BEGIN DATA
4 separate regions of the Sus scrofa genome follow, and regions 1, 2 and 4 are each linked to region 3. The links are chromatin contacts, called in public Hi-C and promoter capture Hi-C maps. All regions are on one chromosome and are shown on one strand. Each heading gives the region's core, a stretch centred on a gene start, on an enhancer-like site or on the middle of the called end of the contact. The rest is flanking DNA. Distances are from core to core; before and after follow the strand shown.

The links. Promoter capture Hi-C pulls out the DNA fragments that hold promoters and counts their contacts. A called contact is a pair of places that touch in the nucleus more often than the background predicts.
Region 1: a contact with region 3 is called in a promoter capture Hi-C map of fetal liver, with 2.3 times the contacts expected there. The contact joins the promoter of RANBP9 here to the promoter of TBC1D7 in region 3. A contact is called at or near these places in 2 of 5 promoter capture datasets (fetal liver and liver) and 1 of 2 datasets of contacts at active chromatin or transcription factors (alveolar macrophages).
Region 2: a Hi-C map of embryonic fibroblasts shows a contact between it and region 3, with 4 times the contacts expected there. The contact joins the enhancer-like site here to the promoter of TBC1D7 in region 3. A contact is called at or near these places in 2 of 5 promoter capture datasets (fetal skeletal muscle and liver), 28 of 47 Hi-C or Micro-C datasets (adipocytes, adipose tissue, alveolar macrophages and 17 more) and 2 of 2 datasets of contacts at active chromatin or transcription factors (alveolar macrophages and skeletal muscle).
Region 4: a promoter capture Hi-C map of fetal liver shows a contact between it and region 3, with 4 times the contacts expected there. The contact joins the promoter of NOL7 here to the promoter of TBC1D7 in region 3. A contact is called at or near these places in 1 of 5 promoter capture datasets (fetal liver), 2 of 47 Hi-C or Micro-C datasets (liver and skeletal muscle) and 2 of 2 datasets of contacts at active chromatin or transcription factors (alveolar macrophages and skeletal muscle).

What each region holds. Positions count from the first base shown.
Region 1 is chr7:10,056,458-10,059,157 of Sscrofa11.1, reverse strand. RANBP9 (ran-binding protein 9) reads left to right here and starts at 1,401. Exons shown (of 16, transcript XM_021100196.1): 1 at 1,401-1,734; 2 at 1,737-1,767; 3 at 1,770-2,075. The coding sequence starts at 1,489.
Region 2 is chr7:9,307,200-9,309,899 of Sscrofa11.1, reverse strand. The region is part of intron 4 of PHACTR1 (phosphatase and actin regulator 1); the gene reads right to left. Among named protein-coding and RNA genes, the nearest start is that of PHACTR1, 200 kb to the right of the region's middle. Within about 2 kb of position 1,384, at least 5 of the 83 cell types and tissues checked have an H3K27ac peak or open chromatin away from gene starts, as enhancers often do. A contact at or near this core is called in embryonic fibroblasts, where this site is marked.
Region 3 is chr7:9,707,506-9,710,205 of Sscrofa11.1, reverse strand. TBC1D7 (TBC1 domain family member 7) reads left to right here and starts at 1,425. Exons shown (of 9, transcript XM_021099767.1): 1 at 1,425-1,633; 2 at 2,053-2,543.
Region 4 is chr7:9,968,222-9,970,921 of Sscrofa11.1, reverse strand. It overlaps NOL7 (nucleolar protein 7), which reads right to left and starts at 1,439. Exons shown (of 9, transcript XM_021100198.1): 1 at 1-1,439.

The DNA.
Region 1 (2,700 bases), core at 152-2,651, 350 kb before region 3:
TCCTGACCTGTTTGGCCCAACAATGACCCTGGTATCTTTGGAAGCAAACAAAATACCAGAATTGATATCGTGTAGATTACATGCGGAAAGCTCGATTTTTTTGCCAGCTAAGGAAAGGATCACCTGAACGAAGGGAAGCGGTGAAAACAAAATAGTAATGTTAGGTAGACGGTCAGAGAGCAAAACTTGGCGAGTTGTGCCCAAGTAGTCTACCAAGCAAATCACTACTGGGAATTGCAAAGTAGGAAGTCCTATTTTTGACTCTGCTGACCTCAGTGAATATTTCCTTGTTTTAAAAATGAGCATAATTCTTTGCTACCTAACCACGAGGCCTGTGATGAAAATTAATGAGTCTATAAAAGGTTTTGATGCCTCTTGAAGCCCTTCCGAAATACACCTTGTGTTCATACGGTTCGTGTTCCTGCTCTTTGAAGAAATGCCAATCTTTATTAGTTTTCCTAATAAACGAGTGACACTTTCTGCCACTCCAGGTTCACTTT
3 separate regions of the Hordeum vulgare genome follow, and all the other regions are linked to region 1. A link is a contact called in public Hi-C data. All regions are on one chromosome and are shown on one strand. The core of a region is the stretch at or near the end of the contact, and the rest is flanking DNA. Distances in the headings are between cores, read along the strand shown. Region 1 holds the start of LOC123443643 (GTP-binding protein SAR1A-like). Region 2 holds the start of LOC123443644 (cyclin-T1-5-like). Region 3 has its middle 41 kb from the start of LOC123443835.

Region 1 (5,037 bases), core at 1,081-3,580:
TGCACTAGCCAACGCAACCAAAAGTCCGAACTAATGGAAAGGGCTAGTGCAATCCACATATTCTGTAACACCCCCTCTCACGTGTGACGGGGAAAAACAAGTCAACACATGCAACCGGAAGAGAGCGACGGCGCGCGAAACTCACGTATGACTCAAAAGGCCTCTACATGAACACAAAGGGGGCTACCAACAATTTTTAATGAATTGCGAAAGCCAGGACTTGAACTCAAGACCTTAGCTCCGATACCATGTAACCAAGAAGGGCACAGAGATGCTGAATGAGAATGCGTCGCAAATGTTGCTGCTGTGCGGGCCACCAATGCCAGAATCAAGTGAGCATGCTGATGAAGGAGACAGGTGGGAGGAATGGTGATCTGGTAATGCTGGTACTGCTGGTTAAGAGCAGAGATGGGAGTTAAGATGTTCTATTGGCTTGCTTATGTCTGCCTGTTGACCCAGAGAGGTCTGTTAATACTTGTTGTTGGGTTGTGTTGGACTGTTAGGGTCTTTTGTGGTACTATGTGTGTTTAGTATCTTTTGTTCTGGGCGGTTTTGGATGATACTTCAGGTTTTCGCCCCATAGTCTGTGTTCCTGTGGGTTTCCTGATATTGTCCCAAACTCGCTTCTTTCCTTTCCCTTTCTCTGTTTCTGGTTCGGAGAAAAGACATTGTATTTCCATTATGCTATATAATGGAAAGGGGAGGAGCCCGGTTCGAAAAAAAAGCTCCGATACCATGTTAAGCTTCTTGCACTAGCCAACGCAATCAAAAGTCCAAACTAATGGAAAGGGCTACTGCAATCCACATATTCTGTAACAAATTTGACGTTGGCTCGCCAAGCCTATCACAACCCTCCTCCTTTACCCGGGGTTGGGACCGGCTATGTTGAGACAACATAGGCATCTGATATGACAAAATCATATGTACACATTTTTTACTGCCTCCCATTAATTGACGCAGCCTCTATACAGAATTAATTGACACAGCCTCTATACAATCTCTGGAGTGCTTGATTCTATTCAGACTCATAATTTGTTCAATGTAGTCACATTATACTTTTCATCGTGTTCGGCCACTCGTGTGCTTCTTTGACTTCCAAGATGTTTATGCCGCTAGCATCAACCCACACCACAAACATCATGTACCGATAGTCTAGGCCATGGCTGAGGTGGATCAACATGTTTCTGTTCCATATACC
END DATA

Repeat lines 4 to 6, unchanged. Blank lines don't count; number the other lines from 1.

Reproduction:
Region 2: a Hi-C map of embryonic fibroblasts shows a contact between it and region 3, with 4 times the contacts expected there. The contact joins the enhancer-like site here to the promoter of TBC1D7 in region 3. A contact is called at or near these places in 2 of 5 promoter capture datasets (fetal skeletal muscle and liver), 28 of 47 Hi-C or Micro-C datasets (adipocytes, adipose tissue, alveolar macrophages and 17 more) and 2 of 2 datasets of contacts at active chromatin or transcription factors (alveolar macrophages and skeletal muscle).
Region 4: a promoter capture Hi-C map of fetal liver shows a contact between it and region 3, with 4 times the contacts expected there. The contact joins the promoter of NOL7 here to the promoter of TBC1D7 in region 3. A contact is called at or near these places in 1 of 5 promoter capture datasets (fetal liver), 2 of 47 Hi-C or Micro-C datasets (liver and skeletal muscle) and 2 of 2 datasets of contacts at active chromatin or transcription factors (alveolar macrophages and skeletal muscle).

What each region holds. Positions count from the first base shown.